It’s easy to forget just what an extraordinary catalog the public domain is for us writers. The public domain contains works whose copyrights have expired, and are therefore available for adaption, or simply to draw on as inspiration. But there are some aspects of such a project that need to be kept in mind in order to maximize creativity and minimize replication.
Let’s explore a few of the things you should think about when drawing from the public domain.
1. Feeling Tied to the Source Material
Presumably, the publication you’re interested in is one that grips you, one that means something. Sometimes this can get in the way of your writing, as you feel obligated to stick to the source material as much as possible, thereby avoiding losing the heart of the piece. But the truth is that any adaptation or retelling provides a new spin at a minimum, simply because a new writer is behind it. You should feel free to move as far away from the original as you please, ideally motivating this distance through assessments of what you need to get your story into the best shape it can be. The old story is inspiration, and need not be a blueprint.
2. Identifying the Themes
Presumably, the themes of the story you’re interested in play a huge role in motivating your new interpretation. Not all screenwriters are fans of using themes to structure a movie, and they may be right. But it seems that taking something from the public domain provides a thematic toolkit that you would want to pay close attention to. This can range from the incredibly rich and complex themes of a Shakespearean play to the more moralistic “lessons” from an old fable. Luckily, there is no official interpretation of what the themes of a particular story are, so you’ll need to put some thought into it. Whatever you’ve identified can help you tie characters and plot together.
3. Finding a New Audience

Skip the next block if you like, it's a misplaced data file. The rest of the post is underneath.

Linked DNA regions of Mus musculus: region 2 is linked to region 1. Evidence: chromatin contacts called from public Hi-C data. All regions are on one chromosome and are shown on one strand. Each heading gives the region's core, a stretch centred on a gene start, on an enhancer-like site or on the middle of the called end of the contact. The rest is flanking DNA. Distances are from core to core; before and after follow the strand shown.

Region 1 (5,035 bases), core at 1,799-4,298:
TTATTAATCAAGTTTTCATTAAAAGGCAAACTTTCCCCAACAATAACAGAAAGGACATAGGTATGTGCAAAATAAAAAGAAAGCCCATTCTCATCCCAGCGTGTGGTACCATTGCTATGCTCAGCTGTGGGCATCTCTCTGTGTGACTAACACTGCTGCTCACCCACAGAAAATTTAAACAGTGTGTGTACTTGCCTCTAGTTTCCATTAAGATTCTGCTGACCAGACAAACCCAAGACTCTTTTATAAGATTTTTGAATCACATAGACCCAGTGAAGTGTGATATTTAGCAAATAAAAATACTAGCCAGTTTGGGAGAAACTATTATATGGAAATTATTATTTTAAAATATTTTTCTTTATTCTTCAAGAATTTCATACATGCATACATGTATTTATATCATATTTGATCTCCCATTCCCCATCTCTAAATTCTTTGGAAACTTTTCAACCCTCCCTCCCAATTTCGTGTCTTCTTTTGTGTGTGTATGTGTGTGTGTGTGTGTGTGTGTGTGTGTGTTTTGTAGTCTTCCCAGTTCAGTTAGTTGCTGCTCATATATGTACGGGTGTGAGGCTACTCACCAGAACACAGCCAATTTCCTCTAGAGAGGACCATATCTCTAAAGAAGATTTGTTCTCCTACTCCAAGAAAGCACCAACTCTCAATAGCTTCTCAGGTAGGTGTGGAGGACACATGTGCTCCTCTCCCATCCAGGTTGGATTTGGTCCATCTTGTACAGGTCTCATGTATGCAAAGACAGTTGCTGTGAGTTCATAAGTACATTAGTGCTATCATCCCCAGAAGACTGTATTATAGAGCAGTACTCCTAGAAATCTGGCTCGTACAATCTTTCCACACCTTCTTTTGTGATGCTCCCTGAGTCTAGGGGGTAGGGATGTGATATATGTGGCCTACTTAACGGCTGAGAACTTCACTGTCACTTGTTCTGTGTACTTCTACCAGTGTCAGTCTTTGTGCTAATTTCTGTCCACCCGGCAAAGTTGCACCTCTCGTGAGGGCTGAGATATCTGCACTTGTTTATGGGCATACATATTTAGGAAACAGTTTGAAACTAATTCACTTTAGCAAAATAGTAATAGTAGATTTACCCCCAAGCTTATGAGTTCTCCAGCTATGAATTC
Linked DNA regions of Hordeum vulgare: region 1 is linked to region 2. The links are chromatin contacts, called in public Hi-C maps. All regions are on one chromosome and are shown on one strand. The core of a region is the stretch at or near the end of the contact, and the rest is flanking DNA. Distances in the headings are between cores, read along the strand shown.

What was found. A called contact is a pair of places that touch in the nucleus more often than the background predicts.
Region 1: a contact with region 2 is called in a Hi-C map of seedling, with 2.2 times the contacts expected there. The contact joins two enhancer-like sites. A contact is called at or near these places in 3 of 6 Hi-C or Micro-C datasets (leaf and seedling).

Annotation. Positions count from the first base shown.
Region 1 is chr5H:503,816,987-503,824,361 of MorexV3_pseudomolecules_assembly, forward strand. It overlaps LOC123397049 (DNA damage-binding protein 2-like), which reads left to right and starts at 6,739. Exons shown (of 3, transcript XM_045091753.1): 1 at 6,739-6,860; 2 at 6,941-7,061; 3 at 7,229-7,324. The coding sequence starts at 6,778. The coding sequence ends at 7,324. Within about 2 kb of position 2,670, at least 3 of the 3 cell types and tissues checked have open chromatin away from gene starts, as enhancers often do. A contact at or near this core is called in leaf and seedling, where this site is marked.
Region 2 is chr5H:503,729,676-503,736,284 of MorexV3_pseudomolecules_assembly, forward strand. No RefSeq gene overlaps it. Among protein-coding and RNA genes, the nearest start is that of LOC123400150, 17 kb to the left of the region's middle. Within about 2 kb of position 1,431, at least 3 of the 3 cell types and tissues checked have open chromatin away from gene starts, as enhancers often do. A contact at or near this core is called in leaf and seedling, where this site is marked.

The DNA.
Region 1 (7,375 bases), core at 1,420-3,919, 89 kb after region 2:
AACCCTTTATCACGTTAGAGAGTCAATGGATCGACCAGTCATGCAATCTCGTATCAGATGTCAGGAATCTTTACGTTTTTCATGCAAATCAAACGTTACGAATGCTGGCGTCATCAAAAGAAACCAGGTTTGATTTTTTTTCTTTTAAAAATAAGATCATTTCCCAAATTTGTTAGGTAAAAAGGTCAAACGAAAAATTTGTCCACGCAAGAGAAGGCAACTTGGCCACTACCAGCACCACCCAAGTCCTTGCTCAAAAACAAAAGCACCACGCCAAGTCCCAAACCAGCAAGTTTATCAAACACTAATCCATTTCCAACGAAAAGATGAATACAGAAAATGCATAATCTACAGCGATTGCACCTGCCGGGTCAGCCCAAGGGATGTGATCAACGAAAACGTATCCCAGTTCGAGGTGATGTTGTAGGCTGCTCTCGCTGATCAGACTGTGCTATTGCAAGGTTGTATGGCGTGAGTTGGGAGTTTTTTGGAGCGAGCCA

The original author of a book or play (or several authors if it’s a collection such as One Thousand and One Nights) had a specific audience in mind. Is that the same audience that you want to speak to? Be wary of presuming the answer to that is obvious. Maybe you wish to appeal to a younger audience (Disney is way ahead of you). Or perhaps there are different demographics that draw your interest, so that the story is exposed to people who have never had access to it before. This will play a huge role in shaping your characters, their patterns of speech, the language used, the setting, the stakes and so on.
4. Knowing Your Characters’ Motivations
Once you’ve “inherited” some beloved characters from the original source, you might think it will be an easy task to set them on their way on some adventure or other. Remember, though, that you’re the one in charge of giving these characters’ motivations, direction, objectives, quirks, and so on. If you aren’t certain in your head (and preferably on paper) what these characters are all about, you risk running dry as you go through scene by scene. Even though you’re taking from another story, you need to know what each character wants in every single scene. Motivation causes conflict, and conflict drives the narrative.
5. Changes in Time Period
It’s a common strategy to take a story set in a time gone by and thrust it into modern times (or any other time). This is further proof of the evergreen nature of the classics, and it is because great stories often draw on broad themes – love, greed, power, friendship, death, etc. – which never seem to go out of fashion. One of the best examples of this is Baz Luhrmann’s Romeo + Juliet, which he changed from being set in 16th century Verona to 1990s Verona Beach. If you’re heading down this route, make sure you know why you want to set it in modern times, or whatever time period you choose. What is it about this setting that will bring a new angle to the story, or bring out different themes?
Matt van Onselen is a South African screenwriter living in Los Angeles and a graduate of the UCLA MFA Screenwriting program. He focuses on comedy writing, but will do anything for money.